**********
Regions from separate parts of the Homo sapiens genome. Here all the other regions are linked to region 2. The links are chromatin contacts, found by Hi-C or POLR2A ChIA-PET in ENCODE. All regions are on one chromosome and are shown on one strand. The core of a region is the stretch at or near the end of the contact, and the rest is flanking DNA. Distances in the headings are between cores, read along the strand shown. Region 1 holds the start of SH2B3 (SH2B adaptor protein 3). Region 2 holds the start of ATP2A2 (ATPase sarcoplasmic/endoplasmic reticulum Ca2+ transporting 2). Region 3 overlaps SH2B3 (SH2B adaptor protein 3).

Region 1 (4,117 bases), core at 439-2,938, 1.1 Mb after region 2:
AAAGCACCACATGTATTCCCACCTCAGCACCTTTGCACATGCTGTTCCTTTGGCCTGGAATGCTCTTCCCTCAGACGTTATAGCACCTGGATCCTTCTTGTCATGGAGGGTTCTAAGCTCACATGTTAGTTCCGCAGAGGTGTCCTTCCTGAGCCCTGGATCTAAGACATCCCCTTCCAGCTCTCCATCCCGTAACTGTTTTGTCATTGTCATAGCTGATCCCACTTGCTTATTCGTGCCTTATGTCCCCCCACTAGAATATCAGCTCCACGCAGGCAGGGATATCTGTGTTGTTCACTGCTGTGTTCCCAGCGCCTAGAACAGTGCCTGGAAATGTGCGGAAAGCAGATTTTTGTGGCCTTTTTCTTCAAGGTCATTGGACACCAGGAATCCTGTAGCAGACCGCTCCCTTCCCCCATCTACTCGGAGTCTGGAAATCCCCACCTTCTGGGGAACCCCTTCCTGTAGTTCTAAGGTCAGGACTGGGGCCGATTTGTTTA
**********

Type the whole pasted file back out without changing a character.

Regions from separate parts of the Homo sapiens genome. Here all the other regions are linked to region 2. The links are chromatin contacts, found by Hi-C or POLR2A ChIA-PET in ENCODE. All regions are on one chromosome and are shown on one strand. The core of a region is the stretch at or near the end of the contact, and the rest is flanking DNA. Distances in the headings are between cores, read along the strand shown. Region 1 holds the start of SH2B3 (SH2B adaptor protein 3). Region 2 holds the start of ATP2A2 (ATPase sarcoplasmic/endoplasmic reticulum Ca2+ transporting 2). Region 3 overlaps SH2B3 (SH2B adaptor protein 3).

Region 1 (4,117 bases), core at 439-2,938, 1.1 Mb after region 2:
AAAGCACCACATGTATTCCCACCTCAGCACCTTTGCACATGCTGTTCCTTTGGCCTGGAATGCTCTTCCCTCAGACGTTATAGCACCTGGATCCTTCTTGTCATGGAGGGTTCTAAGCTCACATGTTAGTTCCGCAGAGGTGTCCTTCCTGAGCCCTGGATCTAAGACATCCCCTTCCAGCTCTCCATCCCGTAACTGTTTTGTCATTGTCATAGCTGATCCCACTTGCTTATTCGTGCCTTATGTCCCCCCACTAGAATATCAGCTCCACGCAGGCAGGGATATCTGTGTTGTTCACTGCTGTGTTCCCAGCGCCTAGAACAGTGCCTGGAAATGTGCGGAAAGCAGATTTTTGTGGCCTTTTTCTTCAAGGTCATTGGACACCAGGAATCCTGTAGCAGACCGCTCCCTTCCCCCATCTACTCGGAGTCTGGAAATCCCCACCTTCTGGGGAACCCCTTCCTGTAGTTCTAAGGTCAGGACTGGGGCCGATTTGTTTA